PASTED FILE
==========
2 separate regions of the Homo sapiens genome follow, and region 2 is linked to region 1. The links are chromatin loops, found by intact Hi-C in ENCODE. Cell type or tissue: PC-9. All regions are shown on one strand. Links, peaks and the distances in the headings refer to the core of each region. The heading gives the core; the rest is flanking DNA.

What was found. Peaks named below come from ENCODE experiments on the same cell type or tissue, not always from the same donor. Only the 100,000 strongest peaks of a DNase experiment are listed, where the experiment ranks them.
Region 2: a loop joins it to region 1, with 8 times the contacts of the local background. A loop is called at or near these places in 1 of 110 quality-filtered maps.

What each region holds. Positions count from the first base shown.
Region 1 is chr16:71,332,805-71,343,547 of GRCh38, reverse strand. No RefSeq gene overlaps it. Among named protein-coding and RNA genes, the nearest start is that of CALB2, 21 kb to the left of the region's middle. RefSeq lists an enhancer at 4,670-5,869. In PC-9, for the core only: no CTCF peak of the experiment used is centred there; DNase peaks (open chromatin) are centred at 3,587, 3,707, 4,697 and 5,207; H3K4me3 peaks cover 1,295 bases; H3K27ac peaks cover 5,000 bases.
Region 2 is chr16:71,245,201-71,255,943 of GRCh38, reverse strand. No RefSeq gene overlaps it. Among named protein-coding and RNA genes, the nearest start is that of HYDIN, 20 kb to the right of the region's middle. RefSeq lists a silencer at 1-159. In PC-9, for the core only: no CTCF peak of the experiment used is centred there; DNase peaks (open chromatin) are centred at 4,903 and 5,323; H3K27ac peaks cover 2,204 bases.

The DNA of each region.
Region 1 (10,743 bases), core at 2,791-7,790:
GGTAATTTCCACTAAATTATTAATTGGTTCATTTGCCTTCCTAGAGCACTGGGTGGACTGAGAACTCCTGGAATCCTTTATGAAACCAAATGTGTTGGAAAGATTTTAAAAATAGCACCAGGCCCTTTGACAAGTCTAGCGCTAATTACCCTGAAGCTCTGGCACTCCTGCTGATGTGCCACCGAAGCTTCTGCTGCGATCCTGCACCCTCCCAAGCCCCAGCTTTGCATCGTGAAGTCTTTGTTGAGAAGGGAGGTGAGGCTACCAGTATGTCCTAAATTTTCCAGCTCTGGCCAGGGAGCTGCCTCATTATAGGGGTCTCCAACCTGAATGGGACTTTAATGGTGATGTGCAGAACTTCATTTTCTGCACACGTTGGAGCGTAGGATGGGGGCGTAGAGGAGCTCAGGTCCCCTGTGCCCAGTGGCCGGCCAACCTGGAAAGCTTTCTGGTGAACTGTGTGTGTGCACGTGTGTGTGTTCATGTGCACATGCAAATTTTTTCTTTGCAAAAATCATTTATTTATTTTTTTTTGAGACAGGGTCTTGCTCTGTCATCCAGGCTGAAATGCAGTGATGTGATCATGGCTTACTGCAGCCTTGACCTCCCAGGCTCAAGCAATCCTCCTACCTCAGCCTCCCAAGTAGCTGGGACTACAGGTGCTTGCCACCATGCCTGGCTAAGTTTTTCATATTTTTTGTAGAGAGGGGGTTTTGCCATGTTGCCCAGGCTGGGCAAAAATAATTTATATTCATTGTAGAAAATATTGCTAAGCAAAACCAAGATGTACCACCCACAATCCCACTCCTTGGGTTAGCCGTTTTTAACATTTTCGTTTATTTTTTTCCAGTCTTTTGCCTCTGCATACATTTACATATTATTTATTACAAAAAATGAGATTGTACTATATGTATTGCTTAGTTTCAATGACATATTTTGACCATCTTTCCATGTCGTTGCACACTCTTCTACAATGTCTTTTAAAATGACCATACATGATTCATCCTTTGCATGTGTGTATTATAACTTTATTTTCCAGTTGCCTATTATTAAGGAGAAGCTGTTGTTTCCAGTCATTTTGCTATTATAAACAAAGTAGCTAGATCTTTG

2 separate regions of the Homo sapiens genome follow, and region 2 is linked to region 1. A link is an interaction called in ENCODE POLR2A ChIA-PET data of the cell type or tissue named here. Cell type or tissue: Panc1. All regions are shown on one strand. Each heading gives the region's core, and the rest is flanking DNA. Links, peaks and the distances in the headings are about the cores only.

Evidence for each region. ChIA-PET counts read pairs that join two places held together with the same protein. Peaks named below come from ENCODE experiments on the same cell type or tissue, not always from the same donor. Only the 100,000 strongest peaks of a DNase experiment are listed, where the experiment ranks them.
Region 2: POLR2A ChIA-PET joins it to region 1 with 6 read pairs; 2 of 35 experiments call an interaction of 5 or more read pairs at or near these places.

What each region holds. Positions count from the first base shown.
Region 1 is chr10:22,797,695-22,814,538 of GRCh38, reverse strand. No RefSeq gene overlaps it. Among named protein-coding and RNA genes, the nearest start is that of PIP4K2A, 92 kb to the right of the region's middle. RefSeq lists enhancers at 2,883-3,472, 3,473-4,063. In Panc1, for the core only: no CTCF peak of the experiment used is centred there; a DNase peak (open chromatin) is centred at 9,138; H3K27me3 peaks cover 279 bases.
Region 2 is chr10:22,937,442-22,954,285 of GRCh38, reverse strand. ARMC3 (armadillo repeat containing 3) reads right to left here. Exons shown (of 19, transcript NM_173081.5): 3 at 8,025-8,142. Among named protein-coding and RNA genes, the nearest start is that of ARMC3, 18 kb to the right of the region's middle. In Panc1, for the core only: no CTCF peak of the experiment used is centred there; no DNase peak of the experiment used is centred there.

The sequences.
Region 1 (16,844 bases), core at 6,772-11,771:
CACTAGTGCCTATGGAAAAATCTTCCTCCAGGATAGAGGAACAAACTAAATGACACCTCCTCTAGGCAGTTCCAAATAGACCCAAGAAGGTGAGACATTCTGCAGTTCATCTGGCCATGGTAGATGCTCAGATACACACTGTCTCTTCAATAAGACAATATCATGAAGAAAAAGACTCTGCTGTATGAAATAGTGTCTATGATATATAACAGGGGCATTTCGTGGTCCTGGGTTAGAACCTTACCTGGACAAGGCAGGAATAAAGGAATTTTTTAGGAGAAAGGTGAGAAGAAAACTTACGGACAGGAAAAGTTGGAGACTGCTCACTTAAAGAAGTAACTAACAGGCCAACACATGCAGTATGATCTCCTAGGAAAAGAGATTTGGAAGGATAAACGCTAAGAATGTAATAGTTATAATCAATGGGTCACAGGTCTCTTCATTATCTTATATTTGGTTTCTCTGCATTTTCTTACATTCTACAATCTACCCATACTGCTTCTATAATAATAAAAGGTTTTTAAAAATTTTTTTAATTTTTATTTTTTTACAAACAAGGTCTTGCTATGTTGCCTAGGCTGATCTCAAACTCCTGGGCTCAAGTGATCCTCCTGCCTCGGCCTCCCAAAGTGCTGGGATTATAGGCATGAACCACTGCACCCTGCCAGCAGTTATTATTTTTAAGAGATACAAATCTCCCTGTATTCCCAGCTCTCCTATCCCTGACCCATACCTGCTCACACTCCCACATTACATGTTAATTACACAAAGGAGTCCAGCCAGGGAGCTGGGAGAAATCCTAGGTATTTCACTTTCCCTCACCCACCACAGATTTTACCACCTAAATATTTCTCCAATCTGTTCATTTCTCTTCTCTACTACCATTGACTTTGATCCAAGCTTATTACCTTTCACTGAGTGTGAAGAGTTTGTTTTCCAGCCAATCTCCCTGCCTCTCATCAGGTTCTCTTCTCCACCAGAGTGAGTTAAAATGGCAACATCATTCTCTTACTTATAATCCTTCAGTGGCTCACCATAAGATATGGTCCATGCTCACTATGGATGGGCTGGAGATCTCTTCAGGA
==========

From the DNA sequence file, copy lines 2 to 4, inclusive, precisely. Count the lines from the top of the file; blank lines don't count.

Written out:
What was found. Peaks named below come from ENCODE experiments on the same cell type or tissue, not always from the same donor. Only the 100,000 strongest peaks of a DNase experiment are listed, where the experiment ranks them.
Region 2: a loop joins it to region 1, with 8 times the contacts of the local background. A loop is called at or near these places in 1 of 110 quality-filtered maps.

What each region holds. Positions count from the first base shown.